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Tom Watson

The Hacker: Course lessons can bring even the golfing gods down to

As wee Rory discovered in July, the weather can wholly cloud your view of the game in general or of a course in particular. Play somewhere when you can't grip the club properly because your glove is so wet, or you're swaddled by layers into near-immobility, or you risk being blown over if you attempt any sort of weight transfer through your swing, or possibly all three simultaneously, and you're not going to be rushing back. Chorlton-cum-Hardy is a case in point; I'm sure the course in a south Manchester suburb is sometimes truly lovely, but all I can remember is a faceful of mud with every strike, not necessarily excluding on the greens.

Brian Viner Loving, hating and just being mildly annoyed

The other day in a questionnaire on the food and drink pages of a Sunday newspaper, asked which kitchen gadget he couldn't live without, a farmer called Tim Wilson, owner of the Ginger Pig butcher group, identified his Aga, the "hub" of his kitchen.

Golden boy Lewis takes Silver Medal but will not be turning pro just

A dream week in the life of Tom Lewis ended last night with the 20-year-old collecting the Silver Medal as the leading amateur at the 140th Open Championship. But after all the hype and speculation about turning professional, this week it will be back to business as usual, which in amateur golf means a training session at Royal Aberdeen to prepare for the Walker Cup in September.

Boyd enjoys flying start with putter

England's Gary Boyd found fine early form with an opening 65, including eight birdies, at the BMW International Open in Munich yesterday, a score bettered by one shot by Sweden's Henrik Stenson later in the day.

Golden Bear teaches Golden Cub secrets to major success

If Rory McIlroy fails to win the 111th US Open, Jack Nicklaus is going to kick his backside. That is what Nicklaus threatened to do after McIlroy imploded with a final-round 80 at Augusta in April to throw away the Masters.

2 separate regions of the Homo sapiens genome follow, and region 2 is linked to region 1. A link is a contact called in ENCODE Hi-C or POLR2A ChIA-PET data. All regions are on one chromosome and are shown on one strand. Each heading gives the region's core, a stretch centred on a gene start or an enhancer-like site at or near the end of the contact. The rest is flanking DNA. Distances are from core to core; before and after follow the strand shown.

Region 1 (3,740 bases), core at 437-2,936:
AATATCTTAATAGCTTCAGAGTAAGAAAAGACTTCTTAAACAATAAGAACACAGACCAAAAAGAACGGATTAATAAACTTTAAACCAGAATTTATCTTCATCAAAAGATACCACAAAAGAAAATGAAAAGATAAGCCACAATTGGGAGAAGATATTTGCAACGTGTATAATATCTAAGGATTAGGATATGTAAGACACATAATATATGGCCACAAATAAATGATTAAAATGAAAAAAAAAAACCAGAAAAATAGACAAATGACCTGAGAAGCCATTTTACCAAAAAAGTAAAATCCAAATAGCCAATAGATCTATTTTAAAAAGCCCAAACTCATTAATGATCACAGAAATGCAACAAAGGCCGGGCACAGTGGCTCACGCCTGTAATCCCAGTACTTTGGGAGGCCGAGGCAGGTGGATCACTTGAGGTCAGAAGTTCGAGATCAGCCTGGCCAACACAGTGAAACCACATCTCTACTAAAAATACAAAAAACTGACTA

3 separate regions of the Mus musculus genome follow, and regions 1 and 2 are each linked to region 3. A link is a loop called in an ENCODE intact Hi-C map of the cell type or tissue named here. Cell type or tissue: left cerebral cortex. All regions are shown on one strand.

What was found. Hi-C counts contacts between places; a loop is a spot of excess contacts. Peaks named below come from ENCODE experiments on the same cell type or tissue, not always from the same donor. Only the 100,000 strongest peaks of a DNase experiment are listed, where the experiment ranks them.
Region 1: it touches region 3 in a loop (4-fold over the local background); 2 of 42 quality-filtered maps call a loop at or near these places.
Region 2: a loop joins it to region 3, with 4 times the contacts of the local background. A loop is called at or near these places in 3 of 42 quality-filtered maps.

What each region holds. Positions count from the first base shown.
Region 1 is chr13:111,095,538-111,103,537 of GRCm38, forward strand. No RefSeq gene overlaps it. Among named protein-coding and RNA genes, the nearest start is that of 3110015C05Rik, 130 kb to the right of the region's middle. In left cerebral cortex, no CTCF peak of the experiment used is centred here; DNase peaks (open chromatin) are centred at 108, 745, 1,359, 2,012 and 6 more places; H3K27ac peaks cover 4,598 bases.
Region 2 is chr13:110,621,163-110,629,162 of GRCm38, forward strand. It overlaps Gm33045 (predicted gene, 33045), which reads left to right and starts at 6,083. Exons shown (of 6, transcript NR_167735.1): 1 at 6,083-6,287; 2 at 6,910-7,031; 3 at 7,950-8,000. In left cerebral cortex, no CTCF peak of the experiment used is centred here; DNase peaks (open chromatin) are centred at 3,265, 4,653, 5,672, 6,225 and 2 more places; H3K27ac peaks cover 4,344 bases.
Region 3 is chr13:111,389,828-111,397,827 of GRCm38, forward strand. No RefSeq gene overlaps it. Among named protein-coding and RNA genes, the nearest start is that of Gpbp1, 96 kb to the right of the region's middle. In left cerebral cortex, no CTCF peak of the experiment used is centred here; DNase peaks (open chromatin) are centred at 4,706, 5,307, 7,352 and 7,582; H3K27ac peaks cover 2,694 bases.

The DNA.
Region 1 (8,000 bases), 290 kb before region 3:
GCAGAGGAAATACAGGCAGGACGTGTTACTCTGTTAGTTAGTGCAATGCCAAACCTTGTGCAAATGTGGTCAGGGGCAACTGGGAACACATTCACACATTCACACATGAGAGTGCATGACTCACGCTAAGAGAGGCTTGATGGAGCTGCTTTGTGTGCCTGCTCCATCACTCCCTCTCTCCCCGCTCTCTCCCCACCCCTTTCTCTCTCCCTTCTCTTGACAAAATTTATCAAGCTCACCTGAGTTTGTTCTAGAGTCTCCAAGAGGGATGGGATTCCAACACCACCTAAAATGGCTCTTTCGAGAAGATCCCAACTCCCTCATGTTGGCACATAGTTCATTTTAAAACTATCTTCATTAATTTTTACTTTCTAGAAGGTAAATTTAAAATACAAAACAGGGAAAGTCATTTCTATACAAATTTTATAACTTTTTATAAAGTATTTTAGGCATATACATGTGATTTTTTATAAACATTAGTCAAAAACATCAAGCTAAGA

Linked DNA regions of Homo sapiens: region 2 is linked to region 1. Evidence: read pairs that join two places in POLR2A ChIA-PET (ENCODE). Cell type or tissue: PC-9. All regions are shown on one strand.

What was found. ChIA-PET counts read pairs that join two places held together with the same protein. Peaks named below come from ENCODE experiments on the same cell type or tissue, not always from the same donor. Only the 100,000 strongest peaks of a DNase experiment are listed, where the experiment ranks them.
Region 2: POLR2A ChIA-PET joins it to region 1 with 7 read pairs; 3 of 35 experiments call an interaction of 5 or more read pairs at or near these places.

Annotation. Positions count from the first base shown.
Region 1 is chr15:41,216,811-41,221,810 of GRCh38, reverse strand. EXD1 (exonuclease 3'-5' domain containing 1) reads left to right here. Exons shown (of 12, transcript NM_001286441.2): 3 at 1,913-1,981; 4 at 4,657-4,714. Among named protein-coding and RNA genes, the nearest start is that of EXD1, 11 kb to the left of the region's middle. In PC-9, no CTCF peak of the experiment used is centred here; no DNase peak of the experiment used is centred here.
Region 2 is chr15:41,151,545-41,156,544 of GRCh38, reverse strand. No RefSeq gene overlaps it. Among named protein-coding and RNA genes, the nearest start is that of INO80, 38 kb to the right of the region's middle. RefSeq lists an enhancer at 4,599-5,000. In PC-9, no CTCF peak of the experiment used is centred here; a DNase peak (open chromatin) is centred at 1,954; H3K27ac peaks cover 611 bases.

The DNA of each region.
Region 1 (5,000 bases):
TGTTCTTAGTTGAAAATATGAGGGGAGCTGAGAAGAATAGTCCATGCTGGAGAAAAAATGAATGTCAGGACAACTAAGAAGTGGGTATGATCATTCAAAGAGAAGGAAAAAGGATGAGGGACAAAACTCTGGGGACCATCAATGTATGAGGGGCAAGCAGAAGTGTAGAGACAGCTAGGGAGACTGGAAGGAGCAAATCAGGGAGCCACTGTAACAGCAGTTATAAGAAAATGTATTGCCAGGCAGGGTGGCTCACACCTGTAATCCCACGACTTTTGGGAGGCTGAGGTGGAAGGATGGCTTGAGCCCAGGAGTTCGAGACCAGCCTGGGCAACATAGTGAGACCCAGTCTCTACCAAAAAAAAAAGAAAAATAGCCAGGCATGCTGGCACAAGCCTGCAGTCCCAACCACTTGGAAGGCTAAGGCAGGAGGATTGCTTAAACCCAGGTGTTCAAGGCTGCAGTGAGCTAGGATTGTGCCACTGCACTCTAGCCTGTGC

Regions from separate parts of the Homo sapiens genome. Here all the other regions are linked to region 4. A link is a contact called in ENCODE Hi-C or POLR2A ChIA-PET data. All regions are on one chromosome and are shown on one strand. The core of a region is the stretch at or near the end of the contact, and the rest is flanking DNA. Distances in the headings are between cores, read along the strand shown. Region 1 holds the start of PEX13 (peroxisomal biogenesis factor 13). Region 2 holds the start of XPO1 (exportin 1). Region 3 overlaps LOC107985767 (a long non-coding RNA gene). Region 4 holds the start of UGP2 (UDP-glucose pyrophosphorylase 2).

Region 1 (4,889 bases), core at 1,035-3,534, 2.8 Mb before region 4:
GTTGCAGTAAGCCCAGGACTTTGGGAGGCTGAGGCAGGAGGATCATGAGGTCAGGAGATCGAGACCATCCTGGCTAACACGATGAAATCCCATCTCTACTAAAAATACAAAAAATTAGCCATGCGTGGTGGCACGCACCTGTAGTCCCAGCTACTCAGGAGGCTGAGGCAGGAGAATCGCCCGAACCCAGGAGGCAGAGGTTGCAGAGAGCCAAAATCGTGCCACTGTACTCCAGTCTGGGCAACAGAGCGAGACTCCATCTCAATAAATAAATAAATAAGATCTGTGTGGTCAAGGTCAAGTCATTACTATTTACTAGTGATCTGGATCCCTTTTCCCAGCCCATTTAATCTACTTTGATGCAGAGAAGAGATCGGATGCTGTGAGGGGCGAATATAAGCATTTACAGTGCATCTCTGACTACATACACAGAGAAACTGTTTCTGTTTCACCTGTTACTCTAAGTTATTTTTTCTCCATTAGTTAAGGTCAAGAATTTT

Kaymer fears Donald's mastery of the greens as Westwood fine-tunes

America's focus will inevitably fall on the groupings involving Tiger Woods and Phil Mickelson, but in terms of the world rankings there is only one marquee pairing in the first two rounds of the Masters. Martin Kaymer, the world No 1, will face off with the No 2, Lee Westwood.

More headlines

Diary: Bell rings well for Paul

Having ably steered the Paul McCartney publicity machine in recent years, there's little sign of the former Beatle's media man Stuart Bell putting a foot wrong. With Sir Paul having parted company with his last long-term PR lackey, Geoff Baker, back in 2004 following a fall-out, Bell has proved a valuable ally – credited, not least, with ensuring that the songwriter emerged smelling of roses after his divorce from the helpfully bonkers Heather Mills. Perhaps not surprisingly, Bell's occasional online column about life with Saint Macca, charmingly entitled For Whom The Bell Tells, is never in danger of going off-message. "Here in the newsroom we've now read literally thousands of amazing live reviews of our man and his band and we're convinced that no other artist in the world receives such mind-boggling write-ups," we're informed. "It's simply unprecedented," he adds. With McCartney now reportedly due to make an inevitably cringeworthy cameo on the hip young drama Glee, dare Bell tell his elderly client it's a rubbish idea?